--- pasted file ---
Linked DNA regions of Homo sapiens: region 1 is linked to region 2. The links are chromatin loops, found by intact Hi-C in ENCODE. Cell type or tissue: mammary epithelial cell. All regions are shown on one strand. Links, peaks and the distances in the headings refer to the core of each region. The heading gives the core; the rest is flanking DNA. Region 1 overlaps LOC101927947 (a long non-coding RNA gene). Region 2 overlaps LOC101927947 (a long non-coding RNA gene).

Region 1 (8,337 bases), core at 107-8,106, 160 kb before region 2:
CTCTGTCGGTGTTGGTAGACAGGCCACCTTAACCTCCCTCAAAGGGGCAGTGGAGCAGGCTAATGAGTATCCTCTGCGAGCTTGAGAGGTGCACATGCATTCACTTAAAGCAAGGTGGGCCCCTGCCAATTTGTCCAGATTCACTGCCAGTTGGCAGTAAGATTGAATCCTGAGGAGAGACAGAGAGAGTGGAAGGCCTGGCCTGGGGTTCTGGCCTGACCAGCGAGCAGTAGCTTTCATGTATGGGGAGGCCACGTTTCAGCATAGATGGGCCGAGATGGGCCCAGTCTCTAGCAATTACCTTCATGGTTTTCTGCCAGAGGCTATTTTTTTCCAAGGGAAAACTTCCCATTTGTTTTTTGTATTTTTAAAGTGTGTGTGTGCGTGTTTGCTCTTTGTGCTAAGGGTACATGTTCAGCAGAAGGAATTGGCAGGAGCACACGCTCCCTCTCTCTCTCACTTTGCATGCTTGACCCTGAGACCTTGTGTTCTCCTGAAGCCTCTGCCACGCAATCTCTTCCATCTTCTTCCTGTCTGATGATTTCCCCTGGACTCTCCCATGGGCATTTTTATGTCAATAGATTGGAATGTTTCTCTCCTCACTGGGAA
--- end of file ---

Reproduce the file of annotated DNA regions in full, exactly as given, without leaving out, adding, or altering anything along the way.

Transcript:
Linked DNA regions of Homo sapiens: region 1 is linked to region 2. The links are chromatin loops, found by intact Hi-C in ENCODE. Cell type or tissue: mammary epithelial cell. All regions are shown on one strand. Links, peaks and the distances in the headings refer to the core of each region. The heading gives the core; the rest is flanking DNA. Region 1 overlaps LOC101927947 (a long non-coding RNA gene). Region 2 overlaps LOC101927947 (a long non-coding RNA gene).

Region 1 (8,337 bases), core at 107-8,106, 160 kb before region 2:
CTCTGTCGGTGTTGGTAGACAGGCCACCTTAACCTCCCTCAAAGGGGCAGTGGAGCAGGCTAATGAGTATCCTCTGCGAGCTTGAGAGGTGCACATGCATTCACTTAAAGCAAGGTGGGCCCCTGCCAATTTGTCCAGATTCACTGCCAGTTGGCAGTAAGATTGAATCCTGAGGAGAGACAGAGAGAGTGGAAGGCCTGGCCTGGGGTTCTGGCCTGACCAGCGAGCAGTAGCTTTCATGTATGGGGAGGCCACGTTTCAGCATAGATGGGCCGAGATGGGCCCAGTCTCTAGCAATTACCTTCATGGTTTTCTGCCAGAGGCTATTTTTTTCCAAGGGAAAACTTCCCATTTGTTTTTTGTATTTTTAAAGTGTGTGTGTGCGTGTTTGCTCTTTGTGCTAAGGGTACATGTTCAGCAGAAGGAATTGGCAGGAGCACACGCTCCCTCTCTCTCTCACTTTGCATGCTTGACCCTGAGACCTTGTGTTCTCCTGAAGCCTCTGCCACGCAATCTCTTCCATCTTCTTCCTGTCTGATGATTTCCCCTGGACTCTCCCATGGGCATTTTTATGTCAATAGATTGGAATGTTTCTCTCCTCACTGGGAA